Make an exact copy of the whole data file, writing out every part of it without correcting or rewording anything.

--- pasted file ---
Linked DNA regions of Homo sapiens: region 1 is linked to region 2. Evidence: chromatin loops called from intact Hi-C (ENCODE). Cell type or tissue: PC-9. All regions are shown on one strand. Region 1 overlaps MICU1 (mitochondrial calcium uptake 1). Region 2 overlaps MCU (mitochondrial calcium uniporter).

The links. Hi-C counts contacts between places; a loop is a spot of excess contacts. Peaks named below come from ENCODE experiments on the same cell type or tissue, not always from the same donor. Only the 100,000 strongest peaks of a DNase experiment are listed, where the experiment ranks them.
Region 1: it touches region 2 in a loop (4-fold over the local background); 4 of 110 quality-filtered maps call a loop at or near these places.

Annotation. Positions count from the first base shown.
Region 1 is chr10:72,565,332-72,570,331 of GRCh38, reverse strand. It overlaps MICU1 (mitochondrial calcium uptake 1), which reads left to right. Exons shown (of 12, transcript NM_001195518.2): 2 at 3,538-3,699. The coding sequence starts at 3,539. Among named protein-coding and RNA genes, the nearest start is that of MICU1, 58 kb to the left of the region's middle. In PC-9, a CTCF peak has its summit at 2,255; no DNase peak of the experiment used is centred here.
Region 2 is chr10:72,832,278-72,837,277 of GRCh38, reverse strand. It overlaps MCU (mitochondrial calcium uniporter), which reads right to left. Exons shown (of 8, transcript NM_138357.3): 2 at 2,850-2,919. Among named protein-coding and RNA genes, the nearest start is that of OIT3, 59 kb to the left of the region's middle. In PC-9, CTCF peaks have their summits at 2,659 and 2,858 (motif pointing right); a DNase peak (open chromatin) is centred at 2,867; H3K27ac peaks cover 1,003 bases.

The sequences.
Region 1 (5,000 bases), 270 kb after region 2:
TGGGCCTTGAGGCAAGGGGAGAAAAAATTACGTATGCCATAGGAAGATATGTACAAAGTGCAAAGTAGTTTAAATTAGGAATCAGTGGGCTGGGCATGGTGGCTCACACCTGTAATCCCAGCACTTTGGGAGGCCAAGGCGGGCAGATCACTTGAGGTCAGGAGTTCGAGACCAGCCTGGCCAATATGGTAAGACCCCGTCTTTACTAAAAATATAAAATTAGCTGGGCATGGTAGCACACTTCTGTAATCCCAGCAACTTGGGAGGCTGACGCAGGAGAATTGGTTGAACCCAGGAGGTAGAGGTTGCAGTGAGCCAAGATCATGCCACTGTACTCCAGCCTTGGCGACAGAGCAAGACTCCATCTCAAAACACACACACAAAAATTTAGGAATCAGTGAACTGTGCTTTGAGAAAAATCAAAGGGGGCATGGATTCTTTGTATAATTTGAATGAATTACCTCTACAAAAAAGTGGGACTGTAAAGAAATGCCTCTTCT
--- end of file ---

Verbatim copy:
Linked DNA regions of Homo sapiens: region 1 is linked to region 2. Evidence: chromatin loops called from intact Hi-C (ENCODE). Cell type or tissue: PC-9. All regions are shown on one strand. Region 1 overlaps MICU1 (mitochondrial calcium uptake 1). Region 2 overlaps MCU (mitochondrial calcium uniporter).

The links. Hi-C counts contacts between places; a loop is a spot of excess contacts. Peaks named below come from ENCODE experiments on the same cell type or tissue, not always from the same donor. Only the 100,000 strongest peaks of a DNase experiment are listed, where the experiment ranks them.
Region 1: it touches region 2 in a loop (4-fold over the local background); 4 of 110 quality-filtered maps call a loop at or near these places.

Annotation. Positions count from the first base shown.
Region 1 is chr10:72,565,332-72,570,331 of GRCh38, reverse strand. It overlaps MICU1 (mitochondrial calcium uptake 1), which reads left to right. Exons shown (of 12, transcript NM_001195518.2): 2 at 3,538-3,699. The coding sequence starts at 3,539. Among named protein-coding and RNA genes, the nearest start is that of MICU1, 58 kb to the left of the region's middle. In PC-9, a CTCF peak has its summit at 2,255; no DNase peak of the experiment used is centred here.
Region 2 is chr10:72,832,278-72,837,277 of GRCh38, reverse strand. It overlaps MCU (mitochondrial calcium uniporter), which reads right to left. Exons shown (of 8, transcript NM_138357.3): 2 at 2,850-2,919. Among named protein-coding and RNA genes, the nearest start is that of OIT3, 59 kb to the left of the region's middle. In PC-9, CTCF peaks have their summits at 2,659 and 2,858 (motif pointing right); a DNase peak (open chromatin) is centred at 2,867; H3K27ac peaks cover 1,003 bases.

The sequences.
Region 1 (5,000 bases), 270 kb after region 2:
TGGGCCTTGAGGCAAGGGGAGAAAAAATTACGTATGCCATAGGAAGATATGTACAAAGTGCAAAGTAGTTTAAATTAGGAATCAGTGGGCTGGGCATGGTGGCTCACACCTGTAATCCCAGCACTTTGGGAGGCCAAGGCGGGCAGATCACTTGAGGTCAGGAGTTCGAGACCAGCCTGGCCAATATGGTAAGACCCCGTCTTTACTAAAAATATAAAATTAGCTGGGCATGGTAGCACACTTCTGTAATCCCAGCAACTTGGGAGGCTGACGCAGGAGAATTGGTTGAACCCAGGAGGTAGAGGTTGCAGTGAGCCAAGATCATGCCACTGTACTCCAGCCTTGGCGACAGAGCAAGACTCCATCTCAAAACACACACACAAAAATTTAGGAATCAGTGAACTGTGCTTTGAGAAAAATCAAAGGGGGCATGGATTCTTTGTATAATTTGAATGAATTACCTCTACAAAAAAGTGGGACTGTAAAGAAATGCCTCTTCT